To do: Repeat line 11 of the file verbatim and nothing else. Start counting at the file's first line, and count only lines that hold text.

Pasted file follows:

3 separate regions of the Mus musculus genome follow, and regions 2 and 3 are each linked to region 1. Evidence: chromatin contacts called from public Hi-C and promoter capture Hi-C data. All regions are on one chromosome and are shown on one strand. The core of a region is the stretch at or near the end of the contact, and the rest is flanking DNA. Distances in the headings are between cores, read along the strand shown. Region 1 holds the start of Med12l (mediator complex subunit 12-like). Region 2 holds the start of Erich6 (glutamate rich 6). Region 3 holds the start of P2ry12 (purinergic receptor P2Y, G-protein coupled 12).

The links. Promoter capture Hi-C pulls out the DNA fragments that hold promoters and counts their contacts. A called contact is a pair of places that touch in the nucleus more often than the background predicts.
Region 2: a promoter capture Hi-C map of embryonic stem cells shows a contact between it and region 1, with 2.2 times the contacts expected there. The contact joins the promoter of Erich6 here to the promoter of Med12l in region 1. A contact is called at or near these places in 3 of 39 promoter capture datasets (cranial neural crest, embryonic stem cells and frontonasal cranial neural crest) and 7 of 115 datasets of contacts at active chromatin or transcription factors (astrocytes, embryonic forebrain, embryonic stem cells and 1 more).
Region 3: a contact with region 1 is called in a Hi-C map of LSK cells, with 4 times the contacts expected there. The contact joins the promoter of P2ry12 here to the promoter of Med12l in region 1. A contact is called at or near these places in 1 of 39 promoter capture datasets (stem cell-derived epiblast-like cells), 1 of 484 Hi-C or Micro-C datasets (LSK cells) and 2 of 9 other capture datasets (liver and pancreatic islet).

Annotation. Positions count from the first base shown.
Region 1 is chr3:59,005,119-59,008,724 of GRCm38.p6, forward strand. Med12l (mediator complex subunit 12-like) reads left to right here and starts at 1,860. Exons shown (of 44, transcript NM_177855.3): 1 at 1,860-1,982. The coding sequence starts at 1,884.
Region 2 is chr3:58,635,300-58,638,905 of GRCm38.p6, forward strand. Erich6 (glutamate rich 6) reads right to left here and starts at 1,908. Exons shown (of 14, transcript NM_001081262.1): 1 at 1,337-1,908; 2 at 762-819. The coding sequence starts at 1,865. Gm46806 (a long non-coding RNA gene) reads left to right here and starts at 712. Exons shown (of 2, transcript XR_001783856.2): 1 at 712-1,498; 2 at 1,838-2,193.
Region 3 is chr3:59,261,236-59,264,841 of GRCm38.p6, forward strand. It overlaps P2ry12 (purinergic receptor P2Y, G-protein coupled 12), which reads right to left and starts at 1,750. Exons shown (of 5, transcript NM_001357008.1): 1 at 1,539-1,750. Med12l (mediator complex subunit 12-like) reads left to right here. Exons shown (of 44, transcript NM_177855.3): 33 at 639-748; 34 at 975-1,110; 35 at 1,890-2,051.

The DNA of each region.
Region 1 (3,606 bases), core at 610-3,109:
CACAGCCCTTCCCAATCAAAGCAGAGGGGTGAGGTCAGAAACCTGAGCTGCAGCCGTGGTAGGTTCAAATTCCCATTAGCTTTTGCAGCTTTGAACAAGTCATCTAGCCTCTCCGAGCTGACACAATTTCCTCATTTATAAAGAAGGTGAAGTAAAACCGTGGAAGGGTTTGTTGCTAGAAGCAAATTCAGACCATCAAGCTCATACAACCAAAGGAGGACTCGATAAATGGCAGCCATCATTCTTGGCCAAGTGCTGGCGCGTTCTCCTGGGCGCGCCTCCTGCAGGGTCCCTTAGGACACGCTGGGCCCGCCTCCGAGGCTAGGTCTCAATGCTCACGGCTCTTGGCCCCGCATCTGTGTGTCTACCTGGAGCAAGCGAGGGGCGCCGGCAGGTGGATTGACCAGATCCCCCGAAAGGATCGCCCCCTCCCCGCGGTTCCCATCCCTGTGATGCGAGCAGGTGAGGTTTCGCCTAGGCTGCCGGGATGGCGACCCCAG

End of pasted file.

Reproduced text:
CACAGCCCTTCCCAATCAAAGCAGAGGGGTGAGGTCAGAAACCTGAGCTGCAGCCGTGGTAGGTTCAAATTCCCATTAGCTTTTGCAGCTTTGAACAAGTCATCTAGCCTCTCCGAGCTGACACAATTTCCTCATTTATAAAGAAGGTGAAGTAAAACCGTGGAAGGGTTTGTTGCTAGAAGCAAATTCAGACCATCAAGCTCATACAACCAAAGGAGGACTCGATAAATGGCAGCCATCATTCTTGGCCAAGTGCTGGCGCGTTCTCCTGGGCGCGCCTCCTGCAGGGTCCCTTAGGACACGCTGGGCCCGCCTCCGAGGCTAGGTCTCAATGCTCACGGCTCTTGGCCCCGCATCTGTGTGTCTACCTGGAGCAAGCGAGGGGCGCCGGCAGGTGGATTGACCAGATCCCCCGAAAGGATCGCCCCCTCCCCGCGGTTCCCATCCCTGTGATGCGAGCAGGTGAGGTTTCGCCTAGGCTGCCGGGATGGCGACCCCAG